Skip to Main Content
Soil disturbance assessment of a cable logging operation performing five silvicultural prescriptionsAuthor(s): John Klepac; Steve Reutebuch
Source: In: ASAE Annual International Meeting, July 27-30, Las Vegas, Nevada, p. 1-9
Publication Series: Miscellaneous Publication
PDF: View PDF (411 KB)
DescriptionEvaluating alternative methods for regenerating second-growth Douglas-fir (Pseudotsuga menziesii) forests in the Pacific Northwest is an area of interest for resource managers. To meet future demands for timber supply as well as provide stands that are visually acceptable by the public and ecologically viable, a thorough understanding of these alternative silvicultural prescriptions in terms of stand productivity and site impacts from harvesting must exist. In addition, implementing these prescriptions during the harvest phase must be economically feasible. While some areas are located on gentle terrain that can be harvested using conventional ground-based systems, other areas are characterized by steep terrain, which must be harvested with cable systems. Knowledge of site impacts in terms of soil surface disturbance associated with each of these harvest systems is beneficial to resource managers.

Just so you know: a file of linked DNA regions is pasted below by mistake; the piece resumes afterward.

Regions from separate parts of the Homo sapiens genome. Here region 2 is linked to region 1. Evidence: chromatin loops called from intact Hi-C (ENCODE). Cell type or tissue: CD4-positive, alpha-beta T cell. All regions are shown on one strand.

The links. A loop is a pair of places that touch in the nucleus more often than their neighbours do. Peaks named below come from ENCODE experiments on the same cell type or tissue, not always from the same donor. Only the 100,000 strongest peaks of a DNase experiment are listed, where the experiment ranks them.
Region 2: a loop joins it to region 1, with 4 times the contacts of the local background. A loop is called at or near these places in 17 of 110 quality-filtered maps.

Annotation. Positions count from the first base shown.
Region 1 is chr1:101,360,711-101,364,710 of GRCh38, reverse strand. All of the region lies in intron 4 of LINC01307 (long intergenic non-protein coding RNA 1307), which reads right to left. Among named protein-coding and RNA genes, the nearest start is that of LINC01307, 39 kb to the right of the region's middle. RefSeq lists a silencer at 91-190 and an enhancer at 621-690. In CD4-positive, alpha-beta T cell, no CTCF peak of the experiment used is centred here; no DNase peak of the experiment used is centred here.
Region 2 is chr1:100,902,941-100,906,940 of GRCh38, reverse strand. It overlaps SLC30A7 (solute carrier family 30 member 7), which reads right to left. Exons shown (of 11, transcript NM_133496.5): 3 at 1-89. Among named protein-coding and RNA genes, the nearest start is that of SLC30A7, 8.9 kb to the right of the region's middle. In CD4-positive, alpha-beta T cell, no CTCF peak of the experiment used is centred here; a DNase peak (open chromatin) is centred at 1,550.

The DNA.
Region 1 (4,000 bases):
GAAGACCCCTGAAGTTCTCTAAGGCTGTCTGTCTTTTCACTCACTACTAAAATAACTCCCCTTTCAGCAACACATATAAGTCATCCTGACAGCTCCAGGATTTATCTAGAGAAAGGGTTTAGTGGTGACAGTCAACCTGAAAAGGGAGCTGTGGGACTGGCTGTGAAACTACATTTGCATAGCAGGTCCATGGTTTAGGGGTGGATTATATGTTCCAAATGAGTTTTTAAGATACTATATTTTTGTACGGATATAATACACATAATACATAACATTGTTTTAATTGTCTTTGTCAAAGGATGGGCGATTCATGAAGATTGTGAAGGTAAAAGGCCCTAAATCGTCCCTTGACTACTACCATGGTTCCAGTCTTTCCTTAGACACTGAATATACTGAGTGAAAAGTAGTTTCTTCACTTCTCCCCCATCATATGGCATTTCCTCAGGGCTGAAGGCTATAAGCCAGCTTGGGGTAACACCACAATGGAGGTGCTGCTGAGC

- You may send email to email@example.com to request a hard copy of this publication.
- (Please specify exactly which publication you are requesting and your mailing address.)
- We recommend that you also print this page and attach it to the printout of the article, to retain the full citation information.
- This article was written and prepared by U.S. Government employees on official time, and is therefore in the public domain.
CitationKlepac, John; Reutebuch, Steve. 2003. Soil disturbance assessment of a cable logging operation performing five silvicultural prescriptions. In: ASAE Annual International Meeting, July 27-30, Las Vegas, Nevada, p. 1-9
- Management of eastern hemlock for deer wintering areas
- Evaluation of landscape alternatives for managing oak at Tenalquot Prairie, Washington.
- Highly stocked coniferous stands on the Olympic Peninsula: chemical composition and implications for harvest strategy.
XML: View XML